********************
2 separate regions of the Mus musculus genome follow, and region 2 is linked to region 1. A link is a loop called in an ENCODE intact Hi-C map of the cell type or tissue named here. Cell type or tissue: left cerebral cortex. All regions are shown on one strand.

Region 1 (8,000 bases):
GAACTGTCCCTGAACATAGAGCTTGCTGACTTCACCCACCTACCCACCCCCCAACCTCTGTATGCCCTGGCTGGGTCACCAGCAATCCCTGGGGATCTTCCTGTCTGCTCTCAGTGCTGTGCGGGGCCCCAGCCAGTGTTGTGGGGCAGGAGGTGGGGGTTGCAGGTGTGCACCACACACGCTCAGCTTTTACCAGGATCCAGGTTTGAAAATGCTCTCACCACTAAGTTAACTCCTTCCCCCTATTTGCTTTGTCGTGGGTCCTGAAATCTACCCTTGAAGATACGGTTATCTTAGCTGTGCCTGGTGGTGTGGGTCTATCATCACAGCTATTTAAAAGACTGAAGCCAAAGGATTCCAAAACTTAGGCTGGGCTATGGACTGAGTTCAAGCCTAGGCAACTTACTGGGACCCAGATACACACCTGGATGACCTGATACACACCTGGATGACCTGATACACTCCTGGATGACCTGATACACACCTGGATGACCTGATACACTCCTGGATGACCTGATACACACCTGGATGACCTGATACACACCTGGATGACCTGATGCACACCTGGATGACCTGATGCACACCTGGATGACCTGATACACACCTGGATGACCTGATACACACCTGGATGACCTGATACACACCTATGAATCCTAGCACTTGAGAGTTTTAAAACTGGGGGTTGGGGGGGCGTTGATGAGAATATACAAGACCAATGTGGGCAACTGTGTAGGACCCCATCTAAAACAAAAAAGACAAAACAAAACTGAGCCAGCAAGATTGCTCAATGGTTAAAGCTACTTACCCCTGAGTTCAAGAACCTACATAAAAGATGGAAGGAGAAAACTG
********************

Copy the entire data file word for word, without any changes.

2 separate regions of the Mus musculus genome follow, and region 2 is linked to region 1. A link is a loop called in an ENCODE intact Hi-C map of the cell type or tissue named here. Cell type or tissue: left cerebral cortex. All regions are shown on one strand.

Region 1 (8,000 bases):
GAACTGTCCCTGAACATAGAGCTTGCTGACTTCACCCACCTACCCACCCCCCAACCTCTGTATGCCCTGGCTGGGTCACCAGCAATCCCTGGGGATCTTCCTGTCTGCTCTCAGTGCTGTGCGGGGCCCCAGCCAGTGTTGTGGGGCAGGAGGTGGGGGTTGCAGGTGTGCACCACACACGCTCAGCTTTTACCAGGATCCAGGTTTGAAAATGCTCTCACCACTAAGTTAACTCCTTCCCCCTATTTGCTTTGTCGTGGGTCCTGAAATCTACCCTTGAAGATACGGTTATCTTAGCTGTGCCTGGTGGTGTGGGTCTATCATCACAGCTATTTAAAAGACTGAAGCCAAAGGATTCCAAAACTTAGGCTGGGCTATGGACTGAGTTCAAGCCTAGGCAACTTACTGGGACCCAGATACACACCTGGATGACCTGATACACACCTGGATGACCTGATACACTCCTGGATGACCTGATACACACCTGGATGACCTGATACACTCCTGGATGACCTGATACACACCTGGATGACCTGATACACACCTGGATGACCTGATGCACACCTGGATGACCTGATGCACACCTGGATGACCTGATACACACCTGGATGACCTGATACACACCTGGATGACCTGATACACACCTATGAATCCTAGCACTTGAGAGTTTTAAAACTGGGGGTTGGGGGGGCGTTGATGAGAATATACAAGACCAATGTGGGCAACTGTGTAGGACCCCATCTAAAACAAAAAAGACAAAACAAAACTGAGCCAGCAAGATTGCTCAATGGTTAAAGCTACTTACCCCTGAGTTCAAGAACCTACATAAAAGATGGAAGGAGAAAACTG